Q(S) = P(S) P(D|S) / [sigma s' P(S') P(D|S') ] (2)
F(A, D) = sigma s Q(S) sigma o P(O|S, A) V(O) (3)
(2) is Bayes' theorem, applied to find the most likely states S (with largest Q(S)) in the light of the sense data D. P is the prior probability of some state S, and Q is the posterior probability of state S, given the sense data D. Then (3) chooses the best possible action, in the light of the likely states S (those with large Q). For many problems, finding the likely states by (2) is the hard part, and then choosing an action by (3) is comparatively simple.
14. One striking consequence of equation (1) is that there is an optimum form of cognition -- that for a species in a given habitat with given sense organs and choices of action, its brain cannot carry on getting better and better without limit.
15. This goes against an intuition that brains are computers, and we can carry on building better and better computers. We can understand it by analogy with gambling. Brains make decisions under uncertainty; they help an animal to take gambles on survival. Each choice of action is a bet with unknown outcome, and the purpose of a brain is to help the animal make the best bet each time. In many games of chance (e.g., blackjack) there is a best possible bet for each circumstance. If you can find this, and place your money, no more elaborate computation serves any purpose. An animal's brain needs just to calculate the best bet.
16. There are cases where the environmental probabilities in the requirement equation depend on the behaviour of conspecifics -- which in turn are output of the equation. These arise in competitive behaviour, such as the competition for mates. In these cases the optimum solution may be an Evolutionary Stable Strategy (ESS) (Maynard Smith, 1982). The evolution of competitive behaviour can be analysed by the requirement equation.
17. Equation (1) looks, at first sight, to be just an application of Bayes' theorem; you might wonder whether, for some complex domain of cognition, we can get much useful out of it. It turns out that the probability functions which enter into equation (1) often have a great deal of structure, which lead to detailed and striking predictions for the form of cognition.
18. As a simple example of the requirement equation, consider the behaviour of the desert ant Cataglyphis bicolor, studied by Wehner and Srinivasan (1981). This animal forages up to 100 metres away from its burrow, covering a path which may be much longer -- but when it finds food, runs straight back in the direction of its burrow and stops to find the burrow when the anticipated distance has been travelled, to within a very few metres. Experiments by Wehner & Srinivasan show that this is done not by use of local landmarks near the burrow, but by dead reckoning; the ant can keep track of its overall displacement from its burrow over a long series of movements.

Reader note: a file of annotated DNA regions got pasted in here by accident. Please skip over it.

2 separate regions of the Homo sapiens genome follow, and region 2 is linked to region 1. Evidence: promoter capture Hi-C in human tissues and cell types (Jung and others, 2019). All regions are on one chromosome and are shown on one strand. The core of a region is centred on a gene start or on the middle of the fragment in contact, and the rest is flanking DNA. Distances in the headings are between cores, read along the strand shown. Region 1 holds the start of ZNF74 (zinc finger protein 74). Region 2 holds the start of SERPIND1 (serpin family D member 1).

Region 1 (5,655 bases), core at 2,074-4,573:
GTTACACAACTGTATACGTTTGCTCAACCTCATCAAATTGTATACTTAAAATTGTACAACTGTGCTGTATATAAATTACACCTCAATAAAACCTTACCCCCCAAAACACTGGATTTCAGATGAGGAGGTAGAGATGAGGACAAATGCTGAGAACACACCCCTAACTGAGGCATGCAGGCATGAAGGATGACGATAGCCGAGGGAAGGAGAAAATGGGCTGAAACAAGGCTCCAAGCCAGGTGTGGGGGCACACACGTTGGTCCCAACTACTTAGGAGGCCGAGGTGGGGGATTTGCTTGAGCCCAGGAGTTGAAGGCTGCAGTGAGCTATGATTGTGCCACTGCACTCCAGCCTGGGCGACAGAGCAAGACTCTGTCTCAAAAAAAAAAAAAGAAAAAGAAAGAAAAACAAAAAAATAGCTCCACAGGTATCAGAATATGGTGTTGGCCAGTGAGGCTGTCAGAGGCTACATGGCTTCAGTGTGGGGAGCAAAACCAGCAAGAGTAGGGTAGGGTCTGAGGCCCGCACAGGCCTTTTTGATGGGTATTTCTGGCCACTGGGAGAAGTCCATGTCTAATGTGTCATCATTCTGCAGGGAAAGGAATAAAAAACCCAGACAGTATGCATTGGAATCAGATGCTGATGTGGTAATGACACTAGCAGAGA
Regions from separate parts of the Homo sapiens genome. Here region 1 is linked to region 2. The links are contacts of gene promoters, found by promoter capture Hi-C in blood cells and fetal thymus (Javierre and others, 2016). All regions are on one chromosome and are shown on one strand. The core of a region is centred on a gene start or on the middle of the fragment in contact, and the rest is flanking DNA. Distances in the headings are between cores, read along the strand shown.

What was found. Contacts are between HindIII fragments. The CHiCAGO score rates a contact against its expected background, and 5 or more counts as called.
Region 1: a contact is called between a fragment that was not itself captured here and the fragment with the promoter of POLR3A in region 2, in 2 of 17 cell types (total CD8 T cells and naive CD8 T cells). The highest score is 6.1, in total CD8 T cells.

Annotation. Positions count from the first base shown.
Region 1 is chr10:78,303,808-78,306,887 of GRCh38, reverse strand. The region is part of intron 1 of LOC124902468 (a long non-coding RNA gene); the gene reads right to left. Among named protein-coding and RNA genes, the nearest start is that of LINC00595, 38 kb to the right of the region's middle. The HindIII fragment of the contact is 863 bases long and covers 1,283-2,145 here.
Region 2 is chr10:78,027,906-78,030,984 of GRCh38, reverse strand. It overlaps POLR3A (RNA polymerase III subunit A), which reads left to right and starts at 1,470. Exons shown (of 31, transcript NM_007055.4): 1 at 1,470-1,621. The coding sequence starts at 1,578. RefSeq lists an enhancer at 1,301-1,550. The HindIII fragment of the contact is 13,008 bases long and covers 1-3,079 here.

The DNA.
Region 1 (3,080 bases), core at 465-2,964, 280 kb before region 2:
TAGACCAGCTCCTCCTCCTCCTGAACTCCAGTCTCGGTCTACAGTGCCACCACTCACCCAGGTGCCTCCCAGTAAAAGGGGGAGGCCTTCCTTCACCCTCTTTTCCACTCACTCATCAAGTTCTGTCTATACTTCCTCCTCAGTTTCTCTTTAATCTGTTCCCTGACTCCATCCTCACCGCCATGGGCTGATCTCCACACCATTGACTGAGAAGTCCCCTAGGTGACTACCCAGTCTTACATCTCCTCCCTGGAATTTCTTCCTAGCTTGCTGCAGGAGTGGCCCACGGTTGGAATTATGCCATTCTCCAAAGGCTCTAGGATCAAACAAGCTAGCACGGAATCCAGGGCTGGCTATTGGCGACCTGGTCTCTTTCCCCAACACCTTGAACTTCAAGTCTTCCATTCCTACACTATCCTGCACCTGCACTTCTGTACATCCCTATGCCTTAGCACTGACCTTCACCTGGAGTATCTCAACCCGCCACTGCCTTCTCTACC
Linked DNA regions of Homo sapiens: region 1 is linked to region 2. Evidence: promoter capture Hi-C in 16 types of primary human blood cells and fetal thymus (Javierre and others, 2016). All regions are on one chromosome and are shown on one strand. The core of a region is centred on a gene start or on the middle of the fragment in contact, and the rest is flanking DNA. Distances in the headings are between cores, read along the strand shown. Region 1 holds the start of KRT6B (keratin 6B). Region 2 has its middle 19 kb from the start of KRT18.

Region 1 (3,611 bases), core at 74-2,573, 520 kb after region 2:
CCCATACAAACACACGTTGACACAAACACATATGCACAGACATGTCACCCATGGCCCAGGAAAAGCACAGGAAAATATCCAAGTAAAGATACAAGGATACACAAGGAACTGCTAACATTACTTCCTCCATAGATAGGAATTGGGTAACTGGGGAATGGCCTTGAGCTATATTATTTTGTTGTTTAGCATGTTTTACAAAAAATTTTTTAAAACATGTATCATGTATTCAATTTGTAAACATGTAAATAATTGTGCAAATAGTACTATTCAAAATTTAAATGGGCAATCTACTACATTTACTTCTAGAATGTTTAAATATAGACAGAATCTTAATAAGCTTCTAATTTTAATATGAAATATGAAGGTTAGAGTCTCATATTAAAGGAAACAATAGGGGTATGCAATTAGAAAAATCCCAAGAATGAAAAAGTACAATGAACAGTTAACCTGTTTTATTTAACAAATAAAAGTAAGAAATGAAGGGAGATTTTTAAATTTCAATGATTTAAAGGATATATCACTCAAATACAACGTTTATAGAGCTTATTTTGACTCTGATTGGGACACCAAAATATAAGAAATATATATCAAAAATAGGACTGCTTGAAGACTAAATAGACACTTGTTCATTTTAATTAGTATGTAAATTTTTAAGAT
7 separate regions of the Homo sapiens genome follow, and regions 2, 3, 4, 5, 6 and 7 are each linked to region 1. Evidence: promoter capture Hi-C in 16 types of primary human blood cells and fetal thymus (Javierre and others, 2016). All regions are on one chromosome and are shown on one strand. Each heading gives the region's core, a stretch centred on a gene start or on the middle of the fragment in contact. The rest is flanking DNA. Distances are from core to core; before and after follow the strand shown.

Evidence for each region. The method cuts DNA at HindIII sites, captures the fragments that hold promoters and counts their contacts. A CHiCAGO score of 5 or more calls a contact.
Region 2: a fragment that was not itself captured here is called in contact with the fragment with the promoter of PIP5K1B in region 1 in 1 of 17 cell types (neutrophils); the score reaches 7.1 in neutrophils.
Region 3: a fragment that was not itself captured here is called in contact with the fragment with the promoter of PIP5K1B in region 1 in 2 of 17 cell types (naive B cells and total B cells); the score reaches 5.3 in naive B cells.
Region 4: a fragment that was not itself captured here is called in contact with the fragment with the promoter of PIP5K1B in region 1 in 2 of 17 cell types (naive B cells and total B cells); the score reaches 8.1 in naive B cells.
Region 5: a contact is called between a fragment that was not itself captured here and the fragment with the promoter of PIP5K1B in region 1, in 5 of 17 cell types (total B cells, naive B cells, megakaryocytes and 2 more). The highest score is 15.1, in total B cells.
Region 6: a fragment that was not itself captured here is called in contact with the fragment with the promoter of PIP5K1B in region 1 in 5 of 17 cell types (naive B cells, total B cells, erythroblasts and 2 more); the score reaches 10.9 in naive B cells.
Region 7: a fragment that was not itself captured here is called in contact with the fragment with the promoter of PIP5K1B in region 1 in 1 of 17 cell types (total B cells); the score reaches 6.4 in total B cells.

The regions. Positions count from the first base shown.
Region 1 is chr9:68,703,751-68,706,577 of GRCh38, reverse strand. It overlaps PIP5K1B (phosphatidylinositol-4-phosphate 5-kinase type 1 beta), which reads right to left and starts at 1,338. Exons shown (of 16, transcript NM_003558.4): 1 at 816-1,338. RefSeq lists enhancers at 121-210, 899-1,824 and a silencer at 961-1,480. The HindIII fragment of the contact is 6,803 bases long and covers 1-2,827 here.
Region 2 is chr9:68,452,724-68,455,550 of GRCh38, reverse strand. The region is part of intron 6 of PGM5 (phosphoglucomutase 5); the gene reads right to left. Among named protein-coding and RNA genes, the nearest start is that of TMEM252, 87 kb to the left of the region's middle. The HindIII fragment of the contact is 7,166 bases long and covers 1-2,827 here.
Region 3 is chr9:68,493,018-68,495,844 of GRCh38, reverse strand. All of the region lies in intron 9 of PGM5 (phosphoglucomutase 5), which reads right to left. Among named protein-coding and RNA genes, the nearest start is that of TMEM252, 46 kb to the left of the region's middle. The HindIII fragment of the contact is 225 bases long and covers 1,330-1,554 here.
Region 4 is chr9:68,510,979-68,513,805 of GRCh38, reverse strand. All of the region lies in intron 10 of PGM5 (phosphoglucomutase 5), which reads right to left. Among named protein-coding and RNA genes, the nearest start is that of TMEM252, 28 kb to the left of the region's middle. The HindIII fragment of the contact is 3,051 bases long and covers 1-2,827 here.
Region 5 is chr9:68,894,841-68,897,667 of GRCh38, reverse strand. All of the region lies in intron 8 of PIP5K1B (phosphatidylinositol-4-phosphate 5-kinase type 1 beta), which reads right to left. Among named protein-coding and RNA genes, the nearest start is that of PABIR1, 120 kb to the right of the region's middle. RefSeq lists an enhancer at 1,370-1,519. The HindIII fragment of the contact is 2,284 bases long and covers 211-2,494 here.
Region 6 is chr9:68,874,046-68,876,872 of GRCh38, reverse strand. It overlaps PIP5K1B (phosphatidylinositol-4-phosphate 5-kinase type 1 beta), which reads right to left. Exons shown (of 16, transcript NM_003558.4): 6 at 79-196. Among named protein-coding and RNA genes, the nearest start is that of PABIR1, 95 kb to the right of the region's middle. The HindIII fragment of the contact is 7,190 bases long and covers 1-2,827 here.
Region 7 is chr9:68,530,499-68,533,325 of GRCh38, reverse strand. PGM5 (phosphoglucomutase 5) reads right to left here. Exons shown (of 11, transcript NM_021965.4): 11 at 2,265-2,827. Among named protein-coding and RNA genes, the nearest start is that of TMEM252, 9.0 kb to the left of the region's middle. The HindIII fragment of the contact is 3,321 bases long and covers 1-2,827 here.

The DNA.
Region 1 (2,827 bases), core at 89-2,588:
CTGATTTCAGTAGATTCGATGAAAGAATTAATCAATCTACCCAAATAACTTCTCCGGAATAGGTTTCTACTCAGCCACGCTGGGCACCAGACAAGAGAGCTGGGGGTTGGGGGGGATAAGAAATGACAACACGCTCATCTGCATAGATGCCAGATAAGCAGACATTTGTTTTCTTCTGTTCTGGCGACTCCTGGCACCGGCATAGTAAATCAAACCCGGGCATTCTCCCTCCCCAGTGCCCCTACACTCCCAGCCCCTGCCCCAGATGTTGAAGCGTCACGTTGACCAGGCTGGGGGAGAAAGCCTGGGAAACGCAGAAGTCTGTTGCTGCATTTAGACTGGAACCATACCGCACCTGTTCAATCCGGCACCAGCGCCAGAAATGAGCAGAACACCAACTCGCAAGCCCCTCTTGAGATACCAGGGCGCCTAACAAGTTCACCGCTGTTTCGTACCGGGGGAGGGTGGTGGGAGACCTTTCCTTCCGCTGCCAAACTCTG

19. Consider a simplified case in which the ant only makes two linear displacements (x1,y1) and (x2,y2) before finding food, using Cartesian coordinates (x,y) where the x axis is the direction of the sun, and measuring distance in metres. To analyse this case, we use Gaussian peak functions g(x,w) = exp(-x*x/2w*w), denoting a function with peak at x = 0 and width w. The space of possible states S has six dimensions (x1,y1,x2,y2,x,y) where (x,y) is the total displacement of the ant from its burrow. The probability P(S) is then a probability density in the six dimensions, P(S(x1,y1,x2,y2,x,y)) = a*g(x1,30)*g(y1,30)*g(x2, 30)*g(y2,30)*g(x1 + x2 - x, e)*g(y1 + y2 - y,e) where e is small and a is a normalisation constant, and denotes that the two displacements (x1,y1) and (x2,y2) have broad Gaussian distributions of width 30 metres, and the total displacement (x,y) is related to them by the geometric constraint x = x1 + x2, y = y1 + y2. Because the constraint is precise, e is small.
20. The ant's sense data D consist of some approximate measures (X1,X2) and (Y1,Y2) of the individual displacements it makes when foraging. If its sensory measurement errors are +-2 metres for each displacement, the probability density P(D|S) = b*g(X1 - x1,2)*g(Y1 - y1,2)*g(X2 - x2,2)*g(Y2 - y2,2).